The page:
Realizing the Manifest Self--the Life Force permeating our humanity--and the Unmanifest source from which it arises.
I hope people understand that the drunken idiots carrying out the atrocities in Nepal are no more representative of Hinduism than suicide bombers are of Islam. Hinduism is a noble, compassionate religion rooted in ahimsa (non-violence). About 43% of religious Hindus and 28% of non-religious Hindus in India are vegetarian. When people of all religions are included, 31% of Indians are vegetarian, compared to less than five percent of Americans and Europeans. See http://www.hinduonnet.com/2006/08/14/stories/2006081403771200.htmCow slaughter is illegal in most Indian states, and some Hindu organizations manage "old age homes" (gaushala) for old dairy cows. Naturally, there is also a dark side. Despite animal protection laws, many cows (and other animals) in India are exploited and killed. Dairy cows are often given oxytocin or are subjected to a painful practice called phukan to increase their milk production. Rather than being sent to gaushala, many cows end up being shipped, in horrendous conditions, to states where slaughter is legal to be used in the Indian leather industry. Male calves are often tied up and starved to death. These practices, however, have absolutely nothing to do with Hinduism and much to do with abject poverty, corruption and ignorance. Many Indians are unaware that such things occur. See http://www.mothercow.org/oxen/peta-letters.html and http://www.indiatogether.org/reports/peta.htmIn the U.S. and Europe, despite having more available resources, little is done to protect cows and other animals, and few people care. Even “organic” dairy cows are eventually slaughtered, and their male calves are usually killed at birth or sold to become veal. There is an organization in Britain working to establish an “ahimsa” standard for milk, in which dairy cows and their calves would not ever be killed. See http://www.thelotustrust.org/ahimsa.html. Maybe they’ll be successful some day far in the future.Yes, this world is hell – a good incentive to wake up and become free of it. A good way to start is by giving up eating meat and other practices that bring to suffering to animals.
I am sometimes asked why I am a vegetarian. My answer is always, “Why should anyone eat meat?” There are no benefits to eating meat. Ethical issues aside for the moment, eating meat has contributed to a host of health and environmental problems -- heart disease, diabetes, cancer, antibiotic resistance, deforestation, soil erosion, desertification and waste of water and fossil fuel resources to name just a few.Add to these things the fact that raising animals for slaughter brings tremendous additional suffering to a world already full to the brim with misery, and I don’t know why anyone would want to eat meat. Some people think that by eating organic or “humanely” raised animals that they bypass the problems listed above. All animals, however, organic and otherwise, are packed into the same cramped trucks and driven to the same filthy slaughterhouses. Even if all animals were raised ethically, killed quickly and “humanely,” and eaten in moderation, they would still die. Why do people think that they have the right to take life away from other beings just because those beings have lower intelligence (debatable), act differently (often better) than humans and have a different outer form? Babies and people with mental disabilities don’t score as highly on IQ tests, but we don’t eat them.If the world were 100% vegetarian today, and someone suddenly suggested that we start killing animals and eating them, I wonder how people would respond. Would eating meat still make sense to people? For those who do still eat meat, why do you do so? Do you have a reason besides “I like the way it tastes” and “everyone else does it?” Social convention and personal preference aren’t good enough justifications, particularly if you want to experience rapid spiritual growth. If you aren’t even strong enough to resist peer pressure and acquire new dietary habits, how do you expect to have the strength to overcome the rest of maya and become Self-realized?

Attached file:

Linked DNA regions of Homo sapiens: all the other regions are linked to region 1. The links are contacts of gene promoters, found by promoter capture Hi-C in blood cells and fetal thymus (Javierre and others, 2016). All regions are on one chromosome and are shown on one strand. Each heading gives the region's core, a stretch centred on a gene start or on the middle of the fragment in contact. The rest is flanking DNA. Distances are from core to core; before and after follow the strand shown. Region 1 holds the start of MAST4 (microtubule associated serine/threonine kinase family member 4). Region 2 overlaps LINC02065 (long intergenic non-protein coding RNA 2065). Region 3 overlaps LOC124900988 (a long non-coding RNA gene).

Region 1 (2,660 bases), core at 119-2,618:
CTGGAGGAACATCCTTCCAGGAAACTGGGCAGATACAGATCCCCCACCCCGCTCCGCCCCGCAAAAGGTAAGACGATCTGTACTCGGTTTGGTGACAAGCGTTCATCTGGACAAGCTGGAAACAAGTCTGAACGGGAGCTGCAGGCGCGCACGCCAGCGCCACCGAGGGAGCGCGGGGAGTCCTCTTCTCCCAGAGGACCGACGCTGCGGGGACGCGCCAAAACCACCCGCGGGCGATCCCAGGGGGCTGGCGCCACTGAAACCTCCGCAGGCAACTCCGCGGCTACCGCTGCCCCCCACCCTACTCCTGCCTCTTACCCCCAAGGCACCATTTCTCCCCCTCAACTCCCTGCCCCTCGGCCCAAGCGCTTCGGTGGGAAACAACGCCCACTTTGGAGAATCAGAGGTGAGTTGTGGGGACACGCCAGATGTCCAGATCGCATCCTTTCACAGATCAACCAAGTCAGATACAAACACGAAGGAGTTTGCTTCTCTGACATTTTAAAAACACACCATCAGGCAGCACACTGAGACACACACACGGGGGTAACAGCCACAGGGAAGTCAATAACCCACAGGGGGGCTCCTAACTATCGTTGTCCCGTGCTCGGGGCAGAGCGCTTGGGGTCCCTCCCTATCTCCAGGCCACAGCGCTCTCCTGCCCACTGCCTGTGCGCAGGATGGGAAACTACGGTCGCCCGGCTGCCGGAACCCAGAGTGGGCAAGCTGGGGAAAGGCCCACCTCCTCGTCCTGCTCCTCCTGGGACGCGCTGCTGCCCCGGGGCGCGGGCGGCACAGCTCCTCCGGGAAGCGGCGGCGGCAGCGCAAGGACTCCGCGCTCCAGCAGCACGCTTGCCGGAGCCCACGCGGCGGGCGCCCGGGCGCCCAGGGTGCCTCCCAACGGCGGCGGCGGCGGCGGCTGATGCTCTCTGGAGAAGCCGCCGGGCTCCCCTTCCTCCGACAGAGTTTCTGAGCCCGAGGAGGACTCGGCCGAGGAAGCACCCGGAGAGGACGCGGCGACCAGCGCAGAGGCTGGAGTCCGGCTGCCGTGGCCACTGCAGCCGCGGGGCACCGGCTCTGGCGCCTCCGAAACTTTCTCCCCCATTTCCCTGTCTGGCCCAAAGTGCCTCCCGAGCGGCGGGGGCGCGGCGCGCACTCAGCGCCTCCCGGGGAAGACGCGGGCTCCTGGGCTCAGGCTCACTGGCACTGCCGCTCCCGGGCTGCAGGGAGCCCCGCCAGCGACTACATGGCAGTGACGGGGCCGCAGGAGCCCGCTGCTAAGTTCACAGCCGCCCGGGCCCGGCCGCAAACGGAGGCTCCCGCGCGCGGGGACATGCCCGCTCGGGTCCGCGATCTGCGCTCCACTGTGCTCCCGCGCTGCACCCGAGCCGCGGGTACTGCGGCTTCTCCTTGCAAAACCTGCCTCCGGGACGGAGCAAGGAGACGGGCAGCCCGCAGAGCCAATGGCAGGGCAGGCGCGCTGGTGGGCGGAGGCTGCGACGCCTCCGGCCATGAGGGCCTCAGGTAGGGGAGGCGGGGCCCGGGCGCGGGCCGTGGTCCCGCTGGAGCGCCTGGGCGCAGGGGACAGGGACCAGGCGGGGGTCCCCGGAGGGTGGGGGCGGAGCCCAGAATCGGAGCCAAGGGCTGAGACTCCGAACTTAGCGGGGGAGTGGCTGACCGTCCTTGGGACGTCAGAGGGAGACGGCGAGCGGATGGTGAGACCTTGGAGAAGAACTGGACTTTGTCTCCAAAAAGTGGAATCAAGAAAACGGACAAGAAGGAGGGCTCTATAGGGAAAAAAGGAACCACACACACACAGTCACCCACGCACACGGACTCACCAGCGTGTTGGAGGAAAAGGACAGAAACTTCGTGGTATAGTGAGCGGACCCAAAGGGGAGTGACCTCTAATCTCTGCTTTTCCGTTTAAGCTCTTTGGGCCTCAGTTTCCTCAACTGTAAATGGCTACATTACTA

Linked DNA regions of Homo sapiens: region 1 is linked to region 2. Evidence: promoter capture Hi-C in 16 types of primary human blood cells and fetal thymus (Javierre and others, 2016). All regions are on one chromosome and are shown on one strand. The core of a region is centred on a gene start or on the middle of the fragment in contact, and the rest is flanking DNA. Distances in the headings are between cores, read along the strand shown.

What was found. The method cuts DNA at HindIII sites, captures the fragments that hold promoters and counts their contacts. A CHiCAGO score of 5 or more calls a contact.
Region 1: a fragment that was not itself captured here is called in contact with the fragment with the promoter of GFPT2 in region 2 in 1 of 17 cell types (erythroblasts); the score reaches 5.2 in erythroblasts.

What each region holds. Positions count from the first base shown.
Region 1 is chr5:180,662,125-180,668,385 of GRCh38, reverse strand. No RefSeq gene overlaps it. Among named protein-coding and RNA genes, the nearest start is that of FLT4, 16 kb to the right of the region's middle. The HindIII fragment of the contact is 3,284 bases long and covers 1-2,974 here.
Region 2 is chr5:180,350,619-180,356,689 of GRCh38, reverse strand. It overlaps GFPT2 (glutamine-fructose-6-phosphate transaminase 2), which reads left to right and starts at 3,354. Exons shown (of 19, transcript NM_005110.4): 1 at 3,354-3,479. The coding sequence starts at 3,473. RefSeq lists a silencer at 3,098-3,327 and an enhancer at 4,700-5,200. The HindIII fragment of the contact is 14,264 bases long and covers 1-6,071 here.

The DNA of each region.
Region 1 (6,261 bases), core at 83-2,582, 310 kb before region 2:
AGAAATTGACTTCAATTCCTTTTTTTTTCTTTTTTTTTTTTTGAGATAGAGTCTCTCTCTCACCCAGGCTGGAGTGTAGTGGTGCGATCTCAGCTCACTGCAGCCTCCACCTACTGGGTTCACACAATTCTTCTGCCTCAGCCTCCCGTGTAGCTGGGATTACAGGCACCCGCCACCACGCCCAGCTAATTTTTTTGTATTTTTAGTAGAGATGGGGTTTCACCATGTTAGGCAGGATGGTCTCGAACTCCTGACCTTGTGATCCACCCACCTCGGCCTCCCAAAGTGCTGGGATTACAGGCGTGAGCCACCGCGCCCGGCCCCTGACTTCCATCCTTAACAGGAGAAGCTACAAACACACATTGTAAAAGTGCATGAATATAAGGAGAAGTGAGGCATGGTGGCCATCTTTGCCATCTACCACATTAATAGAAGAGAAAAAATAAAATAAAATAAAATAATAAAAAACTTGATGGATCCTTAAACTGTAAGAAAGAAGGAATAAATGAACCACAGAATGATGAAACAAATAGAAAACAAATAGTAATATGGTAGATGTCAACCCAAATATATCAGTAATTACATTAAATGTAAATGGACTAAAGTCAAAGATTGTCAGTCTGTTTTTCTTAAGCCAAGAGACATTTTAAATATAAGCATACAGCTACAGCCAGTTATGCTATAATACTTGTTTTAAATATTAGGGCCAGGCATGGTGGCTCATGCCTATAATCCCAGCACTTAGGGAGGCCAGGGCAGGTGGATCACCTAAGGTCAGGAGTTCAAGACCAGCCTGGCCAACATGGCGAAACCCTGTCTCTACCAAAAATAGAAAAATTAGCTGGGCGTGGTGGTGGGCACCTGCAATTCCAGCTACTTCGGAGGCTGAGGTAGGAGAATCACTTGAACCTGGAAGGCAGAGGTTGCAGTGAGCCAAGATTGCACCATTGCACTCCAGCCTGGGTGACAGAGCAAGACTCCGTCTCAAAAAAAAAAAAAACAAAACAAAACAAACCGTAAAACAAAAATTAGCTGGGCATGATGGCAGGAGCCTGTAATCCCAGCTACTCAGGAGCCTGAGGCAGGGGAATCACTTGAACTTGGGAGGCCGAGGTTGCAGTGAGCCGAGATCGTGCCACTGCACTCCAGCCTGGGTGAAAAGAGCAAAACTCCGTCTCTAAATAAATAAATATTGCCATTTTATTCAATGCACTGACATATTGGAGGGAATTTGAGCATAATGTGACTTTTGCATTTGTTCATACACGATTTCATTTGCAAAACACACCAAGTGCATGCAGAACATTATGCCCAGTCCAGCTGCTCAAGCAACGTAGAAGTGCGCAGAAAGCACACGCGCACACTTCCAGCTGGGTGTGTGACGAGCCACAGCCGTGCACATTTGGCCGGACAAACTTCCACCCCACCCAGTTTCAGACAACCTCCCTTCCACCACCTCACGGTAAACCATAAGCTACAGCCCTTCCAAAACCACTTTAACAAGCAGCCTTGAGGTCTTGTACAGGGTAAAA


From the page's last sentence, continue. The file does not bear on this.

As sad, terribly inhumane and disgusting as this practice is. I guess, for the sake of our own spiritual practice, we still can't judge such people. Robert said that trying to judge a situation is like trying to understand an entire scene by peeping through a keyhole. I personally have felt so much more freedom and lightness since I became vegetarian and can only try to feel compassion for these animals and the people who are slaughtering them. Undoubtedly the karma accrued from these acts will be heavy and unpleasant. If it is our karma to help prevent and bring light to such situations, may we do so with a realization of love and peace.- Tman
It’s like Gandhi said, Tman, “Love the sinner, hate the sin.” Being nonjudgmental doesn’t mean that we can’t discriminate between proper and improper behavior. There is certainly nothing wrong with speaking out against the actions of people who consume large quantities of alcohol, participate in a mass animal killing orgy and justify their conduct based on a religion that teaches temperance and compassion. This IS cruel, ignorant, tamasic behavior. Just because everything is in its right place in the ultimate sense doesn’t mean that we have to be demure and passive in speech and action. What’s important is what’s going on inside of us. We can simultaneously love those who commit evil, condemn what they do, and know that all is well.